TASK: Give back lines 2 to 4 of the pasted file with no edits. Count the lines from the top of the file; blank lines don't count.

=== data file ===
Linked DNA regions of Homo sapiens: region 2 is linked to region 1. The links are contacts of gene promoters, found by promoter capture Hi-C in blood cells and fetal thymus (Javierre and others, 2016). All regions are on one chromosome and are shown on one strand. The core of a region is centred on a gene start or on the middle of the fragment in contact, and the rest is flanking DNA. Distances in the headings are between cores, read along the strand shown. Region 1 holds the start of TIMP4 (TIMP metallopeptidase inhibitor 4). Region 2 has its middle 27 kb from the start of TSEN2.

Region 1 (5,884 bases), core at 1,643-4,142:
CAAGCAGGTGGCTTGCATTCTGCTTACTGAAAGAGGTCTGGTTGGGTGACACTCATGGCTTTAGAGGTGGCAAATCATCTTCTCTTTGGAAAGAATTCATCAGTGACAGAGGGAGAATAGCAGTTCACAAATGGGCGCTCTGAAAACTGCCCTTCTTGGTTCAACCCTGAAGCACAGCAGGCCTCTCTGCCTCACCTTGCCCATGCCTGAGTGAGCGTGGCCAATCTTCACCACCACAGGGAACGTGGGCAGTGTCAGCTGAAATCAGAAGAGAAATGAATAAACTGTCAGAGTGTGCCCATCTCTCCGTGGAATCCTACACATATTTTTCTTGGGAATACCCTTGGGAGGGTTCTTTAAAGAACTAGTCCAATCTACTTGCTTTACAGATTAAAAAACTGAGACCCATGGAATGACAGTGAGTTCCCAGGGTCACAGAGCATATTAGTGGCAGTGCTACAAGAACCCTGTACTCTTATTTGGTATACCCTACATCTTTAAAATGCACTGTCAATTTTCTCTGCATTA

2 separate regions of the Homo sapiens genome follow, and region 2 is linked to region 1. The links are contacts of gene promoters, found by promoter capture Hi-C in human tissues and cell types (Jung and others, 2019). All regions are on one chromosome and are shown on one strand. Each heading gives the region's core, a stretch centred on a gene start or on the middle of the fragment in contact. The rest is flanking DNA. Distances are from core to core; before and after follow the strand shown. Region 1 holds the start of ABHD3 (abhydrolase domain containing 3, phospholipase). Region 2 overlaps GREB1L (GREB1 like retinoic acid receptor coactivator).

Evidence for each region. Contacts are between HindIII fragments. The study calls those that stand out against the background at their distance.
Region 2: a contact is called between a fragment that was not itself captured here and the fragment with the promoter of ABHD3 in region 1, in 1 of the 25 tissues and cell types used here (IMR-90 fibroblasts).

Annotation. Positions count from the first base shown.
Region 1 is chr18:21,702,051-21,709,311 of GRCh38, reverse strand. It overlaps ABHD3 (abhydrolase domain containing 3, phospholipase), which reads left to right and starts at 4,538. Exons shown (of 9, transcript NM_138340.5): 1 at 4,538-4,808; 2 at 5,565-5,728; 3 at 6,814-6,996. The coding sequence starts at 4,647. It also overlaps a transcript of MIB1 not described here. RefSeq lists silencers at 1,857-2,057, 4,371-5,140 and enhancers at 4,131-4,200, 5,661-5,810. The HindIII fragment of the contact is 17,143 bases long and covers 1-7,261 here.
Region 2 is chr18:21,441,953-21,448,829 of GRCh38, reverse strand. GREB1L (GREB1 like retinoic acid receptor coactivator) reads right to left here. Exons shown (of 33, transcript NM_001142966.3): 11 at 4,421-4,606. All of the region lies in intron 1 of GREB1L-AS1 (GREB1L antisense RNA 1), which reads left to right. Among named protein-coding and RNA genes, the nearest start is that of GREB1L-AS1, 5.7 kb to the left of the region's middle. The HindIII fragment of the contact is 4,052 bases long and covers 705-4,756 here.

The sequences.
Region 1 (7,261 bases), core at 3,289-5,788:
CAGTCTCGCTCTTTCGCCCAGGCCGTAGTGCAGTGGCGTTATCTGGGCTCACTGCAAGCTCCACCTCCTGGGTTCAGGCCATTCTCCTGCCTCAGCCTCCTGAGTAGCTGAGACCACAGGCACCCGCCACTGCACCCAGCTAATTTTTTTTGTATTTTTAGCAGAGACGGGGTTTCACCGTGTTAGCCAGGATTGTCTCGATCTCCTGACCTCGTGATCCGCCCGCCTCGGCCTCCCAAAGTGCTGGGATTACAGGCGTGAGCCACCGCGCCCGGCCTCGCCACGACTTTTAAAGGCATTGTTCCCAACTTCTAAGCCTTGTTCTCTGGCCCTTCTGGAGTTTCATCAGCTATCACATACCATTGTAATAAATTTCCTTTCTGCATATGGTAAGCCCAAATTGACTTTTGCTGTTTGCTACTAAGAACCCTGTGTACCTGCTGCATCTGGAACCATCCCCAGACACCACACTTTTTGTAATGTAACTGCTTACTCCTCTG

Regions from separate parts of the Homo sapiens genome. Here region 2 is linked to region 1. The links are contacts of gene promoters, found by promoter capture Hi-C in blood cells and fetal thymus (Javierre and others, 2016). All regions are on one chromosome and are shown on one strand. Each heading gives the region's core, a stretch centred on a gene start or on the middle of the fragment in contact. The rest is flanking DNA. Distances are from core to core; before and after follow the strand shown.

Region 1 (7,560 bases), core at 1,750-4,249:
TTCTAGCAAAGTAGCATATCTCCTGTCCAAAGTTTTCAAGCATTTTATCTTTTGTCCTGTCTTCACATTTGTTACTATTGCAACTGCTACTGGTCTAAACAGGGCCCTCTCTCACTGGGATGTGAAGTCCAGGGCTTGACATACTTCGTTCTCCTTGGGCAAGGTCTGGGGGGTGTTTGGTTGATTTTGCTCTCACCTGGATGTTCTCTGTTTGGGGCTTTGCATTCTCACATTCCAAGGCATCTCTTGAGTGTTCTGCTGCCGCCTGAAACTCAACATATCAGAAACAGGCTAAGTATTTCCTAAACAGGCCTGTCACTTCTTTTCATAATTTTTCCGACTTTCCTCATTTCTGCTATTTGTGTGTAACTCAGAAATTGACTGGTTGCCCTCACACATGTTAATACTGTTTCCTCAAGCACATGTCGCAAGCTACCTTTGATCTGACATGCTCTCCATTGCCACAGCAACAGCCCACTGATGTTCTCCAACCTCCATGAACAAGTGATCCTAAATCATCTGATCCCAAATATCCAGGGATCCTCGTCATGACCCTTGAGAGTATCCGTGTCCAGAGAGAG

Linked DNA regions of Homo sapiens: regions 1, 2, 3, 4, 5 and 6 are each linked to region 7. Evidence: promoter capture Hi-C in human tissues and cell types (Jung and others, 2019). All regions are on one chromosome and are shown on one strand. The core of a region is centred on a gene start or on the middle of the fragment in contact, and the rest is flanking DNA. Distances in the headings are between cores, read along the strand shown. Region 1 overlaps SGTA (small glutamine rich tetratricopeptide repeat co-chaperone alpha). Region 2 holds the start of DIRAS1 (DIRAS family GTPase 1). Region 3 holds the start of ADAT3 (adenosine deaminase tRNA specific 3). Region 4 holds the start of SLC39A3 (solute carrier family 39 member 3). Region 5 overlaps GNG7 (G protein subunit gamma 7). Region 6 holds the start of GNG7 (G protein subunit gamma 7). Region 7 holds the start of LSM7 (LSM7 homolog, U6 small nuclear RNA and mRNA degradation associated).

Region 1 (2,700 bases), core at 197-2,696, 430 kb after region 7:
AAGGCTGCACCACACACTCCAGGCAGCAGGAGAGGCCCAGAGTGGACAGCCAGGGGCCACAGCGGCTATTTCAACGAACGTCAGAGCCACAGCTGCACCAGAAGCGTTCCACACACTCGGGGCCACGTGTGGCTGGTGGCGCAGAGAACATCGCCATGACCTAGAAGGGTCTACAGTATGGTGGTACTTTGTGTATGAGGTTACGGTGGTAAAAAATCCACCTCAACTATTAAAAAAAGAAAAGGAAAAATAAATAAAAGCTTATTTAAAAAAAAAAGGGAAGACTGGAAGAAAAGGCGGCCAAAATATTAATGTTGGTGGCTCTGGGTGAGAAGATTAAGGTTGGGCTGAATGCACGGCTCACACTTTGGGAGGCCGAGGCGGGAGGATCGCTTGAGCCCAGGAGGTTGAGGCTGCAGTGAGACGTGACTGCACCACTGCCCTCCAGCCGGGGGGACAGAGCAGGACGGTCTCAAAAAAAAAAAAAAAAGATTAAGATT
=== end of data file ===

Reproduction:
Region 1 (5,884 bases), core at 1,643-4,142:
CAAGCAGGTGGCTTGCATTCTGCTTACTGAAAGAGGTCTGGTTGGGTGACACTCATGGCTTTAGAGGTGGCAAATCATCTTCTCTTTGGAAAGAATTCATCAGTGACAGAGGGAGAATAGCAGTTCACAAATGGGCGCTCTGAAAACTGCCCTTCTTGGTTCAACCCTGAAGCACAGCAGGCCTCTCTGCCTCACCTTGCCCATGCCTGAGTGAGCGTGGCCAATCTTCACCACCACAGGGAACGTGGGCAGTGTCAGCTGAAATCAGAAGAGAAATGAATAAACTGTCAGAGTGTGCCCATCTCTCCGTGGAATCCTACACATATTTTTCTTGGGAATACCCTTGGGAGGGTTCTTTAAAGAACTAGTCCAATCTACTTGCTTTACAGATTAAAAAACTGAGACCCATGGAATGACAGTGAGTTCCCAGGGTCACAGAGCATATTAGTGGCAGTGCTACAAGAACCCTGTACTCTTATTTGGTATACCCTACATCTTTAAAATGCACTGTCAATTTTCTCTGCATTA

2 separate regions of the Homo sapiens genome follow, and region 2 is linked to region 1. The links are contacts of gene promoters, found by promoter capture Hi-C in human tissues and cell types (Jung and others, 2019). All regions are on one chromosome and are shown on one strand. Each heading gives the region's core, a stretch centred on a gene start or on the middle of the fragment in contact. The rest is flanking DNA. Distances are from core to core; before and after follow the strand shown. Region 1 holds the start of ABHD3 (abhydrolase domain containing 3, phospholipase). Region 2 overlaps GREB1L (GREB1 like retinoic acid receptor coactivator).